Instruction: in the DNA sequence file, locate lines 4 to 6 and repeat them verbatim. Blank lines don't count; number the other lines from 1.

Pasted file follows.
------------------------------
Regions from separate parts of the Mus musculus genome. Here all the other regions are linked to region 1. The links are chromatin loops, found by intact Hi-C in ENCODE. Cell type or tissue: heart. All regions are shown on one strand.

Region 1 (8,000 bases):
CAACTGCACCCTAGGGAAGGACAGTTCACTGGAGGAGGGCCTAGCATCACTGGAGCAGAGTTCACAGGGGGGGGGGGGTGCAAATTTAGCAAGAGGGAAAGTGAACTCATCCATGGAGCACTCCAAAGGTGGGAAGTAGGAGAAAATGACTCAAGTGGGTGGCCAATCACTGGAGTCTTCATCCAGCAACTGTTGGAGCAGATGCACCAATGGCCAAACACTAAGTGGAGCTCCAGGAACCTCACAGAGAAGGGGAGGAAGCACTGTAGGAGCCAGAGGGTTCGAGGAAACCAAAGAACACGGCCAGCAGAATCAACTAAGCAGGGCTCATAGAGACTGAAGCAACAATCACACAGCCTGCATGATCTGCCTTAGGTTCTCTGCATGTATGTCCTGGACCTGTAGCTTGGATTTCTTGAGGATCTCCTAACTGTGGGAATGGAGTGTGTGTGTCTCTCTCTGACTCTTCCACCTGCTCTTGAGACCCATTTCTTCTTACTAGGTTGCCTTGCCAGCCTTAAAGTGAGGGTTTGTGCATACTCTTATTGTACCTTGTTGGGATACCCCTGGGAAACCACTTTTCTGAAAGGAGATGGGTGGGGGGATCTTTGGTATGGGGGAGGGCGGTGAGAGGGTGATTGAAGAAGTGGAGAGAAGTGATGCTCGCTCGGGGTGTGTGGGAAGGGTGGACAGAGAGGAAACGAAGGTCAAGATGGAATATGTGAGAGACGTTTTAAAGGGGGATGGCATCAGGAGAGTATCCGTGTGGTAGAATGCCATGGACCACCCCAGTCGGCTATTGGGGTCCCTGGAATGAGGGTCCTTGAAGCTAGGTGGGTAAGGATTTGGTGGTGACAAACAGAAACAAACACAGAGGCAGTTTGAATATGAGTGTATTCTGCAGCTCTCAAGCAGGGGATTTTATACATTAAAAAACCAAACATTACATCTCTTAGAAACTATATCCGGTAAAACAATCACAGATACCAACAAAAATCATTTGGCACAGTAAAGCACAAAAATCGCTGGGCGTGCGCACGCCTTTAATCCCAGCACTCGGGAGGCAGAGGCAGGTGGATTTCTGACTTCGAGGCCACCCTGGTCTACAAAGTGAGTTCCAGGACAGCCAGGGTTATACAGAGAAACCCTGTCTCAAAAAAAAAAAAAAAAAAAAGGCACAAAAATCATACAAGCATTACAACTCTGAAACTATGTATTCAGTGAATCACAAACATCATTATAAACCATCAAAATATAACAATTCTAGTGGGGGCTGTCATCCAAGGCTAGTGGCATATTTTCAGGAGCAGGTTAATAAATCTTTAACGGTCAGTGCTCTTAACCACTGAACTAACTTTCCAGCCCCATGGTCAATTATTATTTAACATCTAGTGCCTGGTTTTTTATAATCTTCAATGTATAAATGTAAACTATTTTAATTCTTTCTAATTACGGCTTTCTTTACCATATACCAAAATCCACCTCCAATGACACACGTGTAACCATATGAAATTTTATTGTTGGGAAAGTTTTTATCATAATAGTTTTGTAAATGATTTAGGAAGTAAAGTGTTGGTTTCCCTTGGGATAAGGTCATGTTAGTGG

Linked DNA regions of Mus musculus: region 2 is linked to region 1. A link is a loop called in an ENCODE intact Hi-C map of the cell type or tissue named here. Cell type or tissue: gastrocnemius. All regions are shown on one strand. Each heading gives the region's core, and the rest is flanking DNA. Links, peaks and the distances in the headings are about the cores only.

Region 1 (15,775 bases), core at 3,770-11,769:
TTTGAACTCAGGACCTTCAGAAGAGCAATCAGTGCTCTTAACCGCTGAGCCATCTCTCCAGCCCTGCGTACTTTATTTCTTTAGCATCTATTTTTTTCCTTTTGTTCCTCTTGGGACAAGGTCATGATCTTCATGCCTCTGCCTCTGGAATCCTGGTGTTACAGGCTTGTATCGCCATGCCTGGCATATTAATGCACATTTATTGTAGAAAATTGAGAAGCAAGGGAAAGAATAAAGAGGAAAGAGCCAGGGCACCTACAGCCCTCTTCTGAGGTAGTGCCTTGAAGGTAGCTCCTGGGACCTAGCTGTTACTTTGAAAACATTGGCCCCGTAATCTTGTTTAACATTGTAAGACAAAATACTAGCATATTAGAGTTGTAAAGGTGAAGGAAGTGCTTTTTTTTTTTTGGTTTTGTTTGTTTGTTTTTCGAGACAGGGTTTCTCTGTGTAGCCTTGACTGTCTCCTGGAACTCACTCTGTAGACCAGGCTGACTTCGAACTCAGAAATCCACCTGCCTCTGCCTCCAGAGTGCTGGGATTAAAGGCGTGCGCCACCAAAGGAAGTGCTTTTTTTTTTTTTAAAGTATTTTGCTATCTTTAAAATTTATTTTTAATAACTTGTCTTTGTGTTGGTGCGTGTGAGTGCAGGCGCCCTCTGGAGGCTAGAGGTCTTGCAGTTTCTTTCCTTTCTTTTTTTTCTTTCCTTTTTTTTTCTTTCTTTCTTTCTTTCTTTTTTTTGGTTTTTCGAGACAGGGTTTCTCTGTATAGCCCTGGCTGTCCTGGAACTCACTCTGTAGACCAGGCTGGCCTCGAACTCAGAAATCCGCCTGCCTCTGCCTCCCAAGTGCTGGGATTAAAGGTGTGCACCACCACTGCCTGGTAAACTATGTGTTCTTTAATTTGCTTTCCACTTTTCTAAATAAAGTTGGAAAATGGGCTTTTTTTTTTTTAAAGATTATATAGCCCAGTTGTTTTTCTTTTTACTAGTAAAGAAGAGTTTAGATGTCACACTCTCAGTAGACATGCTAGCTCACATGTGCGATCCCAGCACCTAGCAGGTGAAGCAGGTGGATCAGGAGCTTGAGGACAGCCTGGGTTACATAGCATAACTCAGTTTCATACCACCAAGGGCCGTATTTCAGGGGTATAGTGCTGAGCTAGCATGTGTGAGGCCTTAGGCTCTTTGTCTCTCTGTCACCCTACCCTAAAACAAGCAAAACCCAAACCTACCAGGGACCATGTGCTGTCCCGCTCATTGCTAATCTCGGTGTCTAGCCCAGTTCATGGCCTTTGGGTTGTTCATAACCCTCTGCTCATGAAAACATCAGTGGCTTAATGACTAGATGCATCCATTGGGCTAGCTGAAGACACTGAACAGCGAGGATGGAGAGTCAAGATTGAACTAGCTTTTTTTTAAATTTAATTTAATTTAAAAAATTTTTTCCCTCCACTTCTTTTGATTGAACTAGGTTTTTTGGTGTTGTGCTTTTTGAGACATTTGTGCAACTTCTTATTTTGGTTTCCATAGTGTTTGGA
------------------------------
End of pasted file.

Linked DNA regions of Mus musculus: region 2 is linked to region 1. A link is a loop called in an ENCODE intact Hi-C map of the cell type or tissue named here. Cell type or tissue: gastrocnemius. All regions are shown on one strand. Each heading gives the region's core, and the rest is flanking DNA. Links, peaks and the distances in the headings are about the cores only.

Region 1 (15,775 bases), core at 3,770-11,769:
TTTGAACTCAGGACCTTCAGAAGAGCAATCAGTGCTCTTAACCGCTGAGCCATCTCTCCAGCCCTGCGTACTTTATTTCTTTAGCATCTATTTTTTTCCTTTTGTTCCTCTTGGGACAAGGTCATGATCTTCATGCCTCTGCCTCTGGAATCCTGGTGTTACAGGCTTGTATCGCCATGCCTGGCATATTAATGCACATTTATTGTAGAAAATTGAGAAGCAAGGGAAAGAATAAAGAGGAAAGAGCCAGGGCACCTACAGCCCTCTTCTGAGGTAGTGCCTTGAAGGTAGCTCCTGGGACCTAGCTGTTACTTTGAAAACATTGGCCCCGTAATCTTGTTTAACATTGTAAGACAAAATACTAGCATATTAGAGTTGTAAAGGTGAAGGAAGTGCTTTTTTTTTTTTGGTTTTGTTTGTTTGTTTTTCGAGACAGGGTTTCTCTGTGTAGCCTTGACTGTCTCCTGGAACTCACTCTGTAGACCAGGCTGACTTCGAACTCAGAAATCCACCTGCCTCTGCCTCCAGAGTGCTGGGATTAAAGGCGTGCGCCACCAAAGGAAGTGCTTTTTTTTTTTTTAAAGTATTTTGCTATCTTTAAAATTTATTTTTAATAACTTGTCTTTGTGTTGGTGCGTGTGAGTGCAGGCGCCCTCTGGAGGCTAGAGGTCTTGCAGTTTCTTTCCTTTCTTTTTTTTCTTTCCTTTTTTTTTCTTTCTTTCTTTCTTTCTTTTTTTTGGTTTTTCGAGACAGGGTTTCTCTGTATAGCCCTGGCTGTCCTGGAACTCACTCTGTAGACCAGGCTGGCCTCGAACTCAGAAATCCGCCTGCCTCTGCCTCCCAAGTGCTGGGATTAAAGGTGTGCACCACCACTGCCTGGTAAACTATGTGTTCTTTAATTTGCTTTCCACTTTTCTAAATAAAGTTGGAAAATGGGCTTTTTTTTTTTTAAAGATTATATAGCCCAGTTGTTTTTCTTTTTACTAGTAAAGAAGAGTTTAGATGTCACACTCTCAGTAGACATGCTAGCTCACATGTGCGATCCCAGCACCTAGCAGGTGAAGCAGGTGGATCAGGAGCTTGAGGACAGCCTGGGTTACATAGCATAACTCAGTTTCATACCACCAAGGGCCGTATTTCAGGGGTATAGTGCTGAGCTAGCATGTGTGAGGCCTTAGGCTCTTTGTCTCTCTGTCACCCTACCCTAAAACAAGCAAAACCCAAACCTACCAGGGACCATGTGCTGTCCCGCTCATTGCTAATCTCGGTGTCTAGCCCAGTTCATGGCCTTTGGGTTGTTCATAACCCTCTGCTCATGAAAACATCAGTGGCTTAATGACTAGATGCATCCATTGGGCTAGCTGAAGACACTGAACAGCGAGGATGGAGAGTCAAGATTGAACTAGCTTTTTTTTAAATTTAATTTAATTTAAAAAATTTTTTCCCTCCACTTCTTTTGATTGAACTAGGTTTTTTGGTGTTGTGCTTTTTGAGACATTTGTGCAACTTCTTATTTTGGTTTCCATAGTGTTTGGA